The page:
In times of struggle, pain, or even celebration, asking for help feels just awful. But for the lucky people that we seek out and trust with our care, it’s a truly wonderful opportunity to express their love. Screw feeling shameful accepting help; I choose to feel grateful and loved. Plus, I think we can all agree that having your 60-year old father tuck you in is pretty stinking adorable.


pretty in pink


Roughly a year ago I painted my bedroom bright pink. There was no reasoning whatsoever, I just felt it then did it. It happened exactly like that. Redecorating was nowhere in my priorities when I woke up that morning; then by the end of the day, my room was pink. When I was little, I wanted to be cool and tough and run around with the boys. So I didn’t like pink because it was gross and weak. As I grew up the ploy continued, most of my opinions were based on wanting people to like me, guys especially. This continued into adulthood. So after 28 years of this, why the sudden change?

Sometime last autumn I went to a Psychic fair. Say and think whatever you want about Psychics. I won’t judge you if you don’t judge me. I honestly don’t know if I believe in it, but I like to keep an open mind. It can be entertaining and some of it is really interesting. In fact, I spent more time asking them about their beliefs than asking for any kind of guidance.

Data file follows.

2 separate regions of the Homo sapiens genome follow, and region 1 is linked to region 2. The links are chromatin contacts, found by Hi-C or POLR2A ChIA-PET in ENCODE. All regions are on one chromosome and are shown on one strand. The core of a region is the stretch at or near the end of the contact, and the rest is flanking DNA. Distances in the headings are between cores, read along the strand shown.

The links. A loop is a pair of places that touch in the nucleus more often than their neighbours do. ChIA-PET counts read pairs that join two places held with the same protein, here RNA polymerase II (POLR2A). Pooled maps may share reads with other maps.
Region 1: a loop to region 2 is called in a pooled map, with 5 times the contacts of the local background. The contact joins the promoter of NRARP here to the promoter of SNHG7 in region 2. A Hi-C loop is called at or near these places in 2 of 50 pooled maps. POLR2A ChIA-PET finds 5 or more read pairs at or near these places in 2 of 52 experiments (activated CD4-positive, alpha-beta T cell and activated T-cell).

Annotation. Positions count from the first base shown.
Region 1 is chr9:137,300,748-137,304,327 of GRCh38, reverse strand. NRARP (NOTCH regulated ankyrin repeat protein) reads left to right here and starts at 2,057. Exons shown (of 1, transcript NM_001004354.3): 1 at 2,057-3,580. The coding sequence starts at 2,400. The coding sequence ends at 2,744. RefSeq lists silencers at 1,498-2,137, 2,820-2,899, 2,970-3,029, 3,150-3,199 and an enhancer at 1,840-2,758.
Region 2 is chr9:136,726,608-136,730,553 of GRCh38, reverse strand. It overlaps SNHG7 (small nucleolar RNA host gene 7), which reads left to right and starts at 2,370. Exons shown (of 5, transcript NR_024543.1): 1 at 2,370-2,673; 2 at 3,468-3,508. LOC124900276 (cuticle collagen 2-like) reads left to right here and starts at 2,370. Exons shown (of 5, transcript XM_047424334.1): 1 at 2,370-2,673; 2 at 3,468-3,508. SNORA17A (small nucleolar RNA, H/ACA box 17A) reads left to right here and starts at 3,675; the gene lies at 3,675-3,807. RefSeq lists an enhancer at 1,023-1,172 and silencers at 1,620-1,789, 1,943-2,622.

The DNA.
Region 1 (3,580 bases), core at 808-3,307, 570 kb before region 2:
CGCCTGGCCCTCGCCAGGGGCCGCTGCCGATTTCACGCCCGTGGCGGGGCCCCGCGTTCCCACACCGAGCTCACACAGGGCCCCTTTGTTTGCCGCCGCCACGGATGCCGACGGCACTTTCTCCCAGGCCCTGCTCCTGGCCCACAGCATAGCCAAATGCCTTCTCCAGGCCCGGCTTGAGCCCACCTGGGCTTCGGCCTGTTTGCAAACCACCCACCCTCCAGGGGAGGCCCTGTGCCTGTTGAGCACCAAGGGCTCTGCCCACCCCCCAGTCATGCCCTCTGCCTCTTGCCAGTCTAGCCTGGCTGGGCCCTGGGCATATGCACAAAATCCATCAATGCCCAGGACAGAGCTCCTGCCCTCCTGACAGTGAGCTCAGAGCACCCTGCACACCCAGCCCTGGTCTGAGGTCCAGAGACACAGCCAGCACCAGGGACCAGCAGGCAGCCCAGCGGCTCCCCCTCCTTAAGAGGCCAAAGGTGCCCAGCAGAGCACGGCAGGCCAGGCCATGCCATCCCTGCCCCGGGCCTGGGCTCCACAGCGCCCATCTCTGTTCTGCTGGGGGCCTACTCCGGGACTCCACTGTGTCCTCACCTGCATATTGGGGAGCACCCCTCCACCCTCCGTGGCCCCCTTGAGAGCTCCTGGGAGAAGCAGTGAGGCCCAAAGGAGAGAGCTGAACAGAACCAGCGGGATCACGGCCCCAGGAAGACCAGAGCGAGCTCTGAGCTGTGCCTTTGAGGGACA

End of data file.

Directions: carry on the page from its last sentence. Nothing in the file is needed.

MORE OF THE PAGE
I was killing time waiting for a past life report to be printed out, so I sat in on a lecture. The Medium, whose name I can’t remember, was speaking about colours and their meanings. She said that we choose the colours that we wear and surround ourselves with based on our energy, without ever realizing it. She pointed out a lady in the room who was wearing white and explained that white stands for purity and light. The lady gave kind of a snort laugh that made everyone giggle. Then the Medium went on to say that it also represents cleanliness which is why you see it in hospitals because wearing white and surrounding yourself in white offers a sense of healing. The lady stopped laughing. When she got to purple, the colour that I was wearing, she explained that it is the colour of the crown chakra (which is on your head) and if your aura is purple it means that you are very spiritual. I nearly let out a snort laugh of my own but she went on to say that purple can represent elegance and luxury and that wearing it can provide a calming energy for those experiencing anxiety or depression. Busted.

So I did some researching (Googling) about colours and their meanings. There’s a lot of information available. Some of the meanings contradict each other so I am putting little weight on what I found; but still, I am fascinated with the idea that I could have painted my room pink with no thought process whatsoever because my subconscious decided that I needed it. Some of the meanings I found for pink are: insight, originality, creativity, self-knowledge, perception, poetry, and self-esteem. What alarmed me is not that I am none of these things, but rather that I am desperately searching for all of them. So maybe this means nothing. Or maybe for one moment a simple colour change represented an opportunity to get in touch with a part of myself that I had yet to explore. Maybe I was tired of feeling lost and heartbroken so I took a chance and did something for myself with complete disregard to what anybody else would think about it.